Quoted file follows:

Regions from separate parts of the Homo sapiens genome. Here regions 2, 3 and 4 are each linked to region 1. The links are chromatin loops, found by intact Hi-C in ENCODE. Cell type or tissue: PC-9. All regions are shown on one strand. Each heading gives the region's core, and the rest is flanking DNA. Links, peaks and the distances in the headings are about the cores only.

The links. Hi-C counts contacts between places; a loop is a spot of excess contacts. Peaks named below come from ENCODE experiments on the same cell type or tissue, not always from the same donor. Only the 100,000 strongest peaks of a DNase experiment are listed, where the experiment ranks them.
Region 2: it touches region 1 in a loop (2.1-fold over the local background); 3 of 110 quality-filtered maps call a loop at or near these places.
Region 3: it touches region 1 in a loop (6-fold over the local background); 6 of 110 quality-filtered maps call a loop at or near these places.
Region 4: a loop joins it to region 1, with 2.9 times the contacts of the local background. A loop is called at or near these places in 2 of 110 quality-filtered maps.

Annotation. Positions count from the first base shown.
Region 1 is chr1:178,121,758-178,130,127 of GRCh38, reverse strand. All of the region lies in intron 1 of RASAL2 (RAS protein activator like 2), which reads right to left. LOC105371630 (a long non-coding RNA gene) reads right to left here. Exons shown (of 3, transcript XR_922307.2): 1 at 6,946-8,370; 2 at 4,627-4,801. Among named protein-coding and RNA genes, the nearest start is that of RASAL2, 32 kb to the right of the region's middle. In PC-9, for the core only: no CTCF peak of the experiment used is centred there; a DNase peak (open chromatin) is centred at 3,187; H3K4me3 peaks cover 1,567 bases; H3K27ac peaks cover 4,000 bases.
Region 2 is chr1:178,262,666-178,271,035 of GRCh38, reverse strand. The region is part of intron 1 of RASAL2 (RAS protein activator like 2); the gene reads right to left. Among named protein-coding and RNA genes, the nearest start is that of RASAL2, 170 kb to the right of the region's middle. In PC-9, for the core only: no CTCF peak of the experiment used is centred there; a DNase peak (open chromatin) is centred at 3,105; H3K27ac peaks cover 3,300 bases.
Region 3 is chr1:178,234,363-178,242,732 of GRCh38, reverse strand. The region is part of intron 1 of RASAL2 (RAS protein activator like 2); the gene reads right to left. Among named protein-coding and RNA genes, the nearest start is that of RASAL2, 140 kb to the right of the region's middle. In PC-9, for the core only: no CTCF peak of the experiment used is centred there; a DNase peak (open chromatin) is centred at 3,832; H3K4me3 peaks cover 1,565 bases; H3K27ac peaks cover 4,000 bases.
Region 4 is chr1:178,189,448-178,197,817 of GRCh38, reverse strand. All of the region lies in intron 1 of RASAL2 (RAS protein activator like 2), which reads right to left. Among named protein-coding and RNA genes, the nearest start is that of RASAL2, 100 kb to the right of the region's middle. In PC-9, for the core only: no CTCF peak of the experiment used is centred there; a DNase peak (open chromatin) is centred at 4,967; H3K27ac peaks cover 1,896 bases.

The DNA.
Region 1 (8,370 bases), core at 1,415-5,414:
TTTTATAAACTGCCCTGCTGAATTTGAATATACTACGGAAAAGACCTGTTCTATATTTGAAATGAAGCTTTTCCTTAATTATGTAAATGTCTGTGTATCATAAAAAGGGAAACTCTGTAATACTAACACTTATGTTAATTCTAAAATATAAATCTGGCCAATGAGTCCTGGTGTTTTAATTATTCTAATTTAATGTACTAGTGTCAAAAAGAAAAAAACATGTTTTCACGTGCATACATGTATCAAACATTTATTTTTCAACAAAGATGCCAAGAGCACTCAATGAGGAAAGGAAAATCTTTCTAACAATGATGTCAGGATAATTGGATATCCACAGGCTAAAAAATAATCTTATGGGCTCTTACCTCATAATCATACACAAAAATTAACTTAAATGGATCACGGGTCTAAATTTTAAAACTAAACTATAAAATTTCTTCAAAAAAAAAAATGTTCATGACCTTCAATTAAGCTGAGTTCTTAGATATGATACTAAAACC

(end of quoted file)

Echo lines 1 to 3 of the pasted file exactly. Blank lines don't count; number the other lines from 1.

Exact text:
Regions from separate parts of the Homo sapiens genome. Here regions 2, 3 and 4 are each linked to region 1. The links are chromatin loops, found by intact Hi-C in ENCODE. Cell type or tissue: PC-9. All regions are shown on one strand. Each heading gives the region's core, and the rest is flanking DNA. Links, peaks and the distances in the headings are about the cores only.

The links. Hi-C counts contacts between places; a loop is a spot of excess contacts. Peaks named below come from ENCODE experiments on the same cell type or tissue, not always from the same donor. Only the 100,000 strongest peaks of a DNase experiment are listed, where the experiment ranks them.
Region 2: it touches region 1 in a loop (2.1-fold over the local background); 3 of 110 quality-filtered maps call a loop at or near these places.